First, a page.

Dáil debates

Thursday, 17 December 2020

Harassment, Harmful Communications and Related Offences Bill 2017: Report and Final Stages


3:10 pm

Photo of Gary GannonGary Gannon (Dublin Central, Social Democrats) | Oireachtas source

It is the strong intention of the Social Democrats to support this Bill. We recognise that this particular Minister of Justice has prioritised the Bill. Certainly, in recent weeks, in light of the leadership that has been demonstrated, in particular, by young women on Twitter who have been impacted by this, there has been some rapidity brought to the legislation and we welcome the swiftness with which this is being carried.

We brought the necessary speed needed to enact this legislation following the discovery of thousands of non-consensual images and videos of Irish women and girls being distributed and shared online earlier in November of this year. Over many years, there has been no legislative protection offered to victims of this crime or punishment to the perpetrators. It is long past time that that ceased.

I recognise that the Bill has been strengthened on Committee Stage in that it now includes the Domestic Violence Act 2018 among the Acts referred to and has a requirement to carry out a review of the operations of the Bill in three years' time. The amendments I and others have put forward are intended to strengthen the protection of the Bill. I thank the work of the Victims Alliance and the Rape Crisis Centre for their tireless work they have done engaging with public representatives to improve the Bill.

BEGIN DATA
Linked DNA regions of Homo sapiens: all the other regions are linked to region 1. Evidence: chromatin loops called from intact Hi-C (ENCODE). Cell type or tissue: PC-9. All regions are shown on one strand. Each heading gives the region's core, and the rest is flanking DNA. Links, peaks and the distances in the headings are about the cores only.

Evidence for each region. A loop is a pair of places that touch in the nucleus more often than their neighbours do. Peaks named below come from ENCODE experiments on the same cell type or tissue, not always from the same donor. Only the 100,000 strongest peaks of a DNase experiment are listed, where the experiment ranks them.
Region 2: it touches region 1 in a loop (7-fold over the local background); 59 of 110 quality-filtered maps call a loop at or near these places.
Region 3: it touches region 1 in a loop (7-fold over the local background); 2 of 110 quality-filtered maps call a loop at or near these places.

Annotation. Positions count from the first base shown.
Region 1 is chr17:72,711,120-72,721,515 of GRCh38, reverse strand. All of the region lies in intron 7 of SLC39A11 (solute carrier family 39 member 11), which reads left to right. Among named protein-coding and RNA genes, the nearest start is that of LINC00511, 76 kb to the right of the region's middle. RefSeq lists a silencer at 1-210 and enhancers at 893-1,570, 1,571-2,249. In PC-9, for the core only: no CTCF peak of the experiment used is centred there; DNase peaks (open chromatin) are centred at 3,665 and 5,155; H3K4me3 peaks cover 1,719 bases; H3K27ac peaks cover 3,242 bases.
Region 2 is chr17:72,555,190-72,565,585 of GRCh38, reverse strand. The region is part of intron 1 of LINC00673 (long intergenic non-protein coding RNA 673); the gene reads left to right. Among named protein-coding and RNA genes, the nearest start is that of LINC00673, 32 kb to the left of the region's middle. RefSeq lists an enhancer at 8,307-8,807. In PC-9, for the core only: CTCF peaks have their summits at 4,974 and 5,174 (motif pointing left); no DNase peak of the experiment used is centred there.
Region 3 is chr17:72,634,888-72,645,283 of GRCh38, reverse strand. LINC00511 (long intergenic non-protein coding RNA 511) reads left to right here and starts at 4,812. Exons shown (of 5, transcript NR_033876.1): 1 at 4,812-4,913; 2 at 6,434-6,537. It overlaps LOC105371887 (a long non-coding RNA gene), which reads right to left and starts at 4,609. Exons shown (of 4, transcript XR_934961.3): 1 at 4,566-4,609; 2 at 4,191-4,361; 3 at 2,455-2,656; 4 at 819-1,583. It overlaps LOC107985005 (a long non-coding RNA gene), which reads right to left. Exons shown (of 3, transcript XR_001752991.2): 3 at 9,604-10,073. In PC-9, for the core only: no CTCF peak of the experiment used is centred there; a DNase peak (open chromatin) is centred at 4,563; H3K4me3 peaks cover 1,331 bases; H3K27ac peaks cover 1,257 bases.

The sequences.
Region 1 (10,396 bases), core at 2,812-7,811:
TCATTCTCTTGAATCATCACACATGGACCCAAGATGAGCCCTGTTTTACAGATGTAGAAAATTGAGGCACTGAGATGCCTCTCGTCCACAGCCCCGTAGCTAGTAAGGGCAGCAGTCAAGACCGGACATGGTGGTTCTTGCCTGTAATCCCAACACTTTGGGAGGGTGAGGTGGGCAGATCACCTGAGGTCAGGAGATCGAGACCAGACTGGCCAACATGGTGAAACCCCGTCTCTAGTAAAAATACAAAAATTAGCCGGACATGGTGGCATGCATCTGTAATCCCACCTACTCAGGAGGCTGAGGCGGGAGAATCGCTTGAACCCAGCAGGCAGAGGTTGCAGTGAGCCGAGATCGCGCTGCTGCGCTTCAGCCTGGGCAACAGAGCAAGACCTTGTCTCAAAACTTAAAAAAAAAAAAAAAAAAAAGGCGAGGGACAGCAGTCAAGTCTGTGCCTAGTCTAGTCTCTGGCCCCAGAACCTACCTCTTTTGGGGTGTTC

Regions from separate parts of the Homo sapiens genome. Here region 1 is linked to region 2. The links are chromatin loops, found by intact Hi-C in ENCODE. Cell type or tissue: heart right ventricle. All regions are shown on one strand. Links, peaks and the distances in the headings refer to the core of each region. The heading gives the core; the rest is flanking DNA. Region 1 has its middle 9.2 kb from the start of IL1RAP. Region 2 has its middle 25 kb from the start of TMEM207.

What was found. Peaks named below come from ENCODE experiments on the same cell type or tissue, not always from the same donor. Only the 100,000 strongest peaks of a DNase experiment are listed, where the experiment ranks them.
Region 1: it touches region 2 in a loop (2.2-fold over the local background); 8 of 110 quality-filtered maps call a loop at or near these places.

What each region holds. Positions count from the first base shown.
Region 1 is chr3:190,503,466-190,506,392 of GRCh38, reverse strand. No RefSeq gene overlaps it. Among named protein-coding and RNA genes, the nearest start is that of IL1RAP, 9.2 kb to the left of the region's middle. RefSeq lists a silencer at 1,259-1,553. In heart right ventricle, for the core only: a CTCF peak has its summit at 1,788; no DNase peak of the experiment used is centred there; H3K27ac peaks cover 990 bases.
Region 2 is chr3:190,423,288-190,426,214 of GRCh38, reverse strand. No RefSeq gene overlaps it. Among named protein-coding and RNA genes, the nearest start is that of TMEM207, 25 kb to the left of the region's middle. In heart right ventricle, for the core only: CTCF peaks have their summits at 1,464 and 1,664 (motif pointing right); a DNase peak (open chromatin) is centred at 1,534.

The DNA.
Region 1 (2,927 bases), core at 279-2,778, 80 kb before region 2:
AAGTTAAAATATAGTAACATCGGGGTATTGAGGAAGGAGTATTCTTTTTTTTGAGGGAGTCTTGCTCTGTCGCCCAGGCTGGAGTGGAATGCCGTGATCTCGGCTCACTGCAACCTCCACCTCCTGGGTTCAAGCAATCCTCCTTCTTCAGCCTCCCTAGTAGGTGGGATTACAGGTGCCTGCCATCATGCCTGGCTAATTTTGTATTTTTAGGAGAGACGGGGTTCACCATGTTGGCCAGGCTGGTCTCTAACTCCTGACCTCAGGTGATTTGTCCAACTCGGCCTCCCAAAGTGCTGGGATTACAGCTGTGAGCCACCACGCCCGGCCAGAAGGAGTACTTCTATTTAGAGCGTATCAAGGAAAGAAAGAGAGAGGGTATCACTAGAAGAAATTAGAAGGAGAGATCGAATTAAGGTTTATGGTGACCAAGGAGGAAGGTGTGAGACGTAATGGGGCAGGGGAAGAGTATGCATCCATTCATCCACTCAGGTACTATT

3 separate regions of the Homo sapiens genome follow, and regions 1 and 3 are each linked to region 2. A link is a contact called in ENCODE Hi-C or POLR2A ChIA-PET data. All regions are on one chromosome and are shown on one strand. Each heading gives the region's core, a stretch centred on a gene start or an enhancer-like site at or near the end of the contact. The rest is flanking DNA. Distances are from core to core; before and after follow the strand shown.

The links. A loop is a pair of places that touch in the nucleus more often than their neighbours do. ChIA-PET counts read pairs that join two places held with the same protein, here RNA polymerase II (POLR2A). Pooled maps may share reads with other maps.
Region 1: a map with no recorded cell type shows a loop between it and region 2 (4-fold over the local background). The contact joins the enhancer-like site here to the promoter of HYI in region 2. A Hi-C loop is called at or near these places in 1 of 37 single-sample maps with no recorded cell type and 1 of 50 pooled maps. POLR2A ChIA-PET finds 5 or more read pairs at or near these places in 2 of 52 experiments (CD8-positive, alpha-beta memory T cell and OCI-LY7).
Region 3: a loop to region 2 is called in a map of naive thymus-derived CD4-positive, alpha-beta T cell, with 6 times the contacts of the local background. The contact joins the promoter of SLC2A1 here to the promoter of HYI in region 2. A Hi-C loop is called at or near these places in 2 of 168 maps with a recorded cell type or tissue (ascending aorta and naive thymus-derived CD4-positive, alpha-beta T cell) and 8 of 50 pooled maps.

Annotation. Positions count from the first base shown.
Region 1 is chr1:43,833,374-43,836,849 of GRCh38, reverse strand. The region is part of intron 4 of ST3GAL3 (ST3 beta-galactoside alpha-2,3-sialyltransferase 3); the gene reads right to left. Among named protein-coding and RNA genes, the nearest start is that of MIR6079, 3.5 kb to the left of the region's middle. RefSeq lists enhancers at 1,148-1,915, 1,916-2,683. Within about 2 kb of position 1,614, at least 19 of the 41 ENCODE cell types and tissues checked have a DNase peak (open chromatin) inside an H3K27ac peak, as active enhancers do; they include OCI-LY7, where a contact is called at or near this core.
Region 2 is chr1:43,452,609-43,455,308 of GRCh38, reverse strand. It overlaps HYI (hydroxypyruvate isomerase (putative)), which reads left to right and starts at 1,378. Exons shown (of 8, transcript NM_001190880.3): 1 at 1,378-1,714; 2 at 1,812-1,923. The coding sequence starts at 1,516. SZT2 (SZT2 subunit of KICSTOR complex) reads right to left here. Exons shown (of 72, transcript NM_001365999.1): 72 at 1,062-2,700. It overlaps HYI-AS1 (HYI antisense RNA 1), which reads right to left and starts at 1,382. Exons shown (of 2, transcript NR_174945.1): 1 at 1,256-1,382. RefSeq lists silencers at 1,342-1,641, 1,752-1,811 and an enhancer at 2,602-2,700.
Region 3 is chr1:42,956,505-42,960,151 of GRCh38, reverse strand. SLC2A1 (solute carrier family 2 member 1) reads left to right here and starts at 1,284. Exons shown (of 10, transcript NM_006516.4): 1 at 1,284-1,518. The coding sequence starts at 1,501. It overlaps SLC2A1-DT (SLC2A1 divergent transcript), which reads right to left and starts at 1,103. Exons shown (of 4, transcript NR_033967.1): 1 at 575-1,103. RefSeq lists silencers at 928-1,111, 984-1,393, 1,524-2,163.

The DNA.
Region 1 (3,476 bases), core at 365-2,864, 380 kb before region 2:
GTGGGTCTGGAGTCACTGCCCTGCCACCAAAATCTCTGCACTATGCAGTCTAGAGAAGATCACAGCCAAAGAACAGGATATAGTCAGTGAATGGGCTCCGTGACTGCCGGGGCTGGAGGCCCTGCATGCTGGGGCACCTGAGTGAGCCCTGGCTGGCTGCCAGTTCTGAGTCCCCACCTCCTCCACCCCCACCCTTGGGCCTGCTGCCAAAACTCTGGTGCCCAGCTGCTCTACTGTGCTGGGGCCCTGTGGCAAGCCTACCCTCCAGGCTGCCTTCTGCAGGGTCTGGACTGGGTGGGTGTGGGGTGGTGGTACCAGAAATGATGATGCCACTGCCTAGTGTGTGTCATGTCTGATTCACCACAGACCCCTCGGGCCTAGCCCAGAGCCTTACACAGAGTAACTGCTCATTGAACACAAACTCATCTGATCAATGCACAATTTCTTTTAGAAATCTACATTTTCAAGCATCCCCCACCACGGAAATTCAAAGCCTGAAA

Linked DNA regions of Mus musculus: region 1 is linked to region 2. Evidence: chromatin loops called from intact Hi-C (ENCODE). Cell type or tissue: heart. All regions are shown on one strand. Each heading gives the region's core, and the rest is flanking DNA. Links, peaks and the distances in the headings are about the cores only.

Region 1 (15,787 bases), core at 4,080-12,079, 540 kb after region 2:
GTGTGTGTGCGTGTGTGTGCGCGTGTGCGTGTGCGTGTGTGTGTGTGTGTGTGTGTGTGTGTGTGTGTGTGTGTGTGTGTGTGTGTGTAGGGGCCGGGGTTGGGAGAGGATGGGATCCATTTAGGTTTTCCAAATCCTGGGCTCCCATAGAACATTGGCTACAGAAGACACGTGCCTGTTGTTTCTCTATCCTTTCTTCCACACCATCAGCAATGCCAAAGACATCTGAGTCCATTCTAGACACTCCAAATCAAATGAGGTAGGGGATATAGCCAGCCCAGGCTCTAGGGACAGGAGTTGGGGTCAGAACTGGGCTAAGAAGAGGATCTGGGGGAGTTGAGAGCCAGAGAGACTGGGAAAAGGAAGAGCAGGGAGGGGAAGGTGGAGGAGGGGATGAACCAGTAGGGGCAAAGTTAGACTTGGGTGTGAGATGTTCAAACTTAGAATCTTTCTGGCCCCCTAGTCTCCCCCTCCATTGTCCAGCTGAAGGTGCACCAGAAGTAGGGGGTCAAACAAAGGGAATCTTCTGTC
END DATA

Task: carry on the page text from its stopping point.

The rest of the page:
The Bill needs to be future-proofed as much as possible to ensure that it keeps up with technology and recognises that technology currently available is being used to create deepfake intimate images. Deepfake intimate images, which are images that appear to be intimate images of the person but are not, cannot be separated out from this Bill as they are just as harmful, just as damaging and equally morally reprehensible. We need to ensure that they are captured in the legislation. As of September 2019, the artificial intelligence, AI, firm Deeptrace found that there were 15,000 deepfake videos online and 96% of these videos were pornographic. The technology is becoming more widely accessible and is used almost exclusively for the creation and non-consensual distribution of pornographic images and videos of women and young girls.

The current wording of the Bill refers to images of the person's genitals, buttocks, anal region or breasts. This, as pointed out by the Rape Crisis Network Ireland, leaves the door open to the defence argument that they are not images of the person's intimate areas that have been altered but are non-intimate images of the person instead, used to create deepfake images which appear to be, but are not, images of the intimate parts of the person's body. That is a huge gap in the legislation.

A wide variety of amendments have been put forward. This is one of those issues on which we do not have to be divided in terms of our political parties or where we align ourselves on the political spectrum. We can find common ground.

I strongly encourage the Minister of State to accept one of the amendments. We do not mind which one. Let us just strengthen the Bill. What we have brought forward is in consultation with a wide variety of people who have been impacted by this issue and has been strengthened by groups which have committed themselves to altering the law.


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